Regional Distribution of Glycogen and Phosphorylase in the Ventricles of the Heart
In rat, rabbit, dog, and ox hearts, the glycogen concentration varied throughout the walls. The concentration gradient decreased from endocardium to epicardium in the right and left ventricles. In the septum, the interior part of the wall had a lower concentration of glycogen than tissue sections closer to the endocardial surfaces. The maximum values for glycogen concentration in endocardial sections were from two to six times higher than the minimum values. This gradient was much greater than the 30% differences observed between apex and base of the ventricles. Since our studies have demonstrated a very large variation for glycogen content in layers of myocardium parallel to sides of the ventricular wall, there is an obvious need for caution in sampling hearts for glycogen analysis.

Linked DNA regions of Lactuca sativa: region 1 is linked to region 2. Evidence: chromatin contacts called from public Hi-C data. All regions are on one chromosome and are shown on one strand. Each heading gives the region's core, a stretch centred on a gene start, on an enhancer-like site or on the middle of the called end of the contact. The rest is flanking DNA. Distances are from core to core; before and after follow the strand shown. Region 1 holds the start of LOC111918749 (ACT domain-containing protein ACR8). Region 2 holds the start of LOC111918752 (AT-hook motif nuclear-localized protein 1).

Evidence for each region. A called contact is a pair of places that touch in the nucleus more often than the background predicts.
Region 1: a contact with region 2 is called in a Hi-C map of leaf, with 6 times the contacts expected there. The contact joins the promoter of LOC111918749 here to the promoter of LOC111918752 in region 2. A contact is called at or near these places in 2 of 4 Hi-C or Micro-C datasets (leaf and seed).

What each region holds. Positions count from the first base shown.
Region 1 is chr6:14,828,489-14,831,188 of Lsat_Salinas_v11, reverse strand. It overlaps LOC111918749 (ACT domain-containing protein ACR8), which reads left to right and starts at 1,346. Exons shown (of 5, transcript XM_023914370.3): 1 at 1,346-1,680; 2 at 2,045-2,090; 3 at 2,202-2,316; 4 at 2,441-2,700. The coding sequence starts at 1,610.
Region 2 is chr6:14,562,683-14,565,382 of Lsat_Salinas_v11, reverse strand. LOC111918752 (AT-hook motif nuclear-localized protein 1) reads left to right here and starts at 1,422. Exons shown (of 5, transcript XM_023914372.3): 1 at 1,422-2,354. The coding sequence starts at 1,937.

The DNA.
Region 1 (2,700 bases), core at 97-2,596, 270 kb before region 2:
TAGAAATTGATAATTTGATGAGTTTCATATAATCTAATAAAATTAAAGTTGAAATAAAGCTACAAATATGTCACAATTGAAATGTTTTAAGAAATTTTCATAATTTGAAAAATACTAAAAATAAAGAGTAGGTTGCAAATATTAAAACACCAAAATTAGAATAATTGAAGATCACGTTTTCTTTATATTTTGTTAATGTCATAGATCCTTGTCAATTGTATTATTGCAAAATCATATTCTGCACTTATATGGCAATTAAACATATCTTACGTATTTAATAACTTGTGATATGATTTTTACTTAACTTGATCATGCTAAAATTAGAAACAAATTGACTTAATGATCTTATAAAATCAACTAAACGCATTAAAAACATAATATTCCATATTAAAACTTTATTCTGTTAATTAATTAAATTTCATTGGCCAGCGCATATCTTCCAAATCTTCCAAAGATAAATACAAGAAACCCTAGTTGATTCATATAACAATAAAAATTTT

In the ox heart, the right bundle branch and A-V node were dissected out, and the glycogen values were compared with those for the rest of the myocardium. Glycogen values of the conduction system, especially of the bundle of His, were considerably higher than for any part of the myocardium studied, indicating that the myocardial gradients observed may be related to distribution of the Purkinje fibers.
Phosphorylase values decreased from endocardium to epicardium in a pattern similar to that observed for glycogen, indicating a possible function in association with glycogen concentration.
In the hearts perfused with a glucose-free medium by the Langendorff technique, glycogen diminished throughout the heart, but the general pattern of gradients was preserved. This suggested that glycogen is utilized as an energy source for contraction.
- Received August 5, 1963.
- © 1964 American Heart Association, Inc.